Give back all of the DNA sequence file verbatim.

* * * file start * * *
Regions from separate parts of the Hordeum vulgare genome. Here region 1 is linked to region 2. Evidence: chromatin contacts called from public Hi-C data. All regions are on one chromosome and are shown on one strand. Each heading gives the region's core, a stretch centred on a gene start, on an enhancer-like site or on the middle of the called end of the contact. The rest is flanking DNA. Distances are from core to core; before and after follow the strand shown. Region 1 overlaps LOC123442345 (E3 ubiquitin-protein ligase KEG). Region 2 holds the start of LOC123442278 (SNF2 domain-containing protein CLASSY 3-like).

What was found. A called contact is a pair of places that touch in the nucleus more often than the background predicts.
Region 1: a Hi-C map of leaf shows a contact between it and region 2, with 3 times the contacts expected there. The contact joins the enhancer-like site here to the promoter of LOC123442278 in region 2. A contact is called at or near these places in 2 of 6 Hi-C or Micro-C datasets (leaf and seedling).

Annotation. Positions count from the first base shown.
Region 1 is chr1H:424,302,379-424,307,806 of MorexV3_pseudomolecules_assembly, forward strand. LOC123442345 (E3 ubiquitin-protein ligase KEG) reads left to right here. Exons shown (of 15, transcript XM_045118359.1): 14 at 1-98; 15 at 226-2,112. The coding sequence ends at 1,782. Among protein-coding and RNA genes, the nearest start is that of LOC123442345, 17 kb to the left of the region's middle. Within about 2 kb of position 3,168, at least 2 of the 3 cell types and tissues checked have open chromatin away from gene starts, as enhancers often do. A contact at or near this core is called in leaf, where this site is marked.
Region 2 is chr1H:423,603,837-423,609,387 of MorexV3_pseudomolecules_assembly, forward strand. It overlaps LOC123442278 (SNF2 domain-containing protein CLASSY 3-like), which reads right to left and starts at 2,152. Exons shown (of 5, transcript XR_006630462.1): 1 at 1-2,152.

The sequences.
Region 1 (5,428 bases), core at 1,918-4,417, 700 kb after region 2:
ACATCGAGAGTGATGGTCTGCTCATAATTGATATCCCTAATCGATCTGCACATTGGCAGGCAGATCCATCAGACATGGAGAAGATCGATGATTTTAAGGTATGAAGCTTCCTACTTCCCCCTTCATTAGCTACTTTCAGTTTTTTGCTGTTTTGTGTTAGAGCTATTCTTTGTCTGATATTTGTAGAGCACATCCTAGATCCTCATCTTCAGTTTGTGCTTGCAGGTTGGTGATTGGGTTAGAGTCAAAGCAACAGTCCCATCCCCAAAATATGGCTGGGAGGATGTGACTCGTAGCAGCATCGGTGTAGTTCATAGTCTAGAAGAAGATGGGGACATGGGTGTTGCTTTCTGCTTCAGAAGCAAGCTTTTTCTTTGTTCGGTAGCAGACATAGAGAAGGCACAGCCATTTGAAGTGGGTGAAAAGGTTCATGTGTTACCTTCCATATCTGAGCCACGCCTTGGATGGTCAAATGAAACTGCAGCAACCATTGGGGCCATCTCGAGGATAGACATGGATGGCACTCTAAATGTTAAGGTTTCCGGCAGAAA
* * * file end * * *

Regions from separate parts of the Hordeum vulgare genome. Here region 1 is linked to region 2. Evidence: chromatin contacts called from public Hi-C data. All regions are on one chromosome and are shown on one strand. Each heading gives the region's core, a stretch centred on a gene start, on an enhancer-like site or on the middle of the called end of the contact. The rest is flanking DNA. Distances are from core to core; before and after follow the strand shown. Region 1 overlaps LOC123442345 (E3 ubiquitin-protein ligase KEG). Region 2 holds the start of LOC123442278 (SNF2 domain-containing protein CLASSY 3-like).

What was found. A called contact is a pair of places that touch in the nucleus more often than the background predicts.
Region 1: a Hi-C map of leaf shows a contact between it and region 2, with 3 times the contacts expected there. The contact joins the enhancer-like site here to the promoter of LOC123442278 in region 2. A contact is called at or near these places in 2 of 6 Hi-C or Micro-C datasets (leaf and seedling).

Annotation. Positions count from the first base shown.
Region 1 is chr1H:424,302,379-424,307,806 of MorexV3_pseudomolecules_assembly, forward strand. LOC123442345 (E3 ubiquitin-protein ligase KEG) reads left to right here. Exons shown (of 15, transcript XM_045118359.1): 14 at 1-98; 15 at 226-2,112. The coding sequence ends at 1,782. Among protein-coding and RNA genes, the nearest start is that of LOC123442345, 17 kb to the left of the region's middle. Within about 2 kb of position 3,168, at least 2 of the 3 cell types and tissues checked have open chromatin away from gene starts, as enhancers often do. A contact at or near this core is called in leaf, where this site is marked.
Region 2 is chr1H:423,603,837-423,609,387 of MorexV3_pseudomolecules_assembly, forward strand. It overlaps LOC123442278 (SNF2 domain-containing protein CLASSY 3-like), which reads right to left and starts at 2,152. Exons shown (of 5, transcript XR_006630462.1): 1 at 1-2,152.

The sequences.
Region 1 (5,428 bases), core at 1,918-4,417, 700 kb after region 2:
ACATCGAGAGTGATGGTCTGCTCATAATTGATATCCCTAATCGATCTGCACATTGGCAGGCAGATCCATCAGACATGGAGAAGATCGATGATTTTAAGGTATGAAGCTTCCTACTTCCCCCTTCATTAGCTACTTTCAGTTTTTTGCTGTTTTGTGTTAGAGCTATTCTTTGTCTGATATTTGTAGAGCACATCCTAGATCCTCATCTTCAGTTTGTGCTTGCAGGTTGGTGATTGGGTTAGAGTCAAAGCAACAGTCCCATCCCCAAAATATGGCTGGGAGGATGTGACTCGTAGCAGCATCGGTGTAGTTCATAGTCTAGAAGAAGATGGGGACATGGGTGTTGCTTTCTGCTTCAGAAGCAAGCTTTTTCTTTGTTCGGTAGCAGACATAGAGAAGGCACAGCCATTTGAAGTGGGTGAAAAGGTTCATGTGTTACCTTCCATATCTGAGCCACGCCTTGGATGGTCAAATGAAACTGCAGCAACCATTGGGGCCATCTCGAGGATAGACATGGATGGCACTCTAAATGTTAAGGTTTCCGGCAGAAA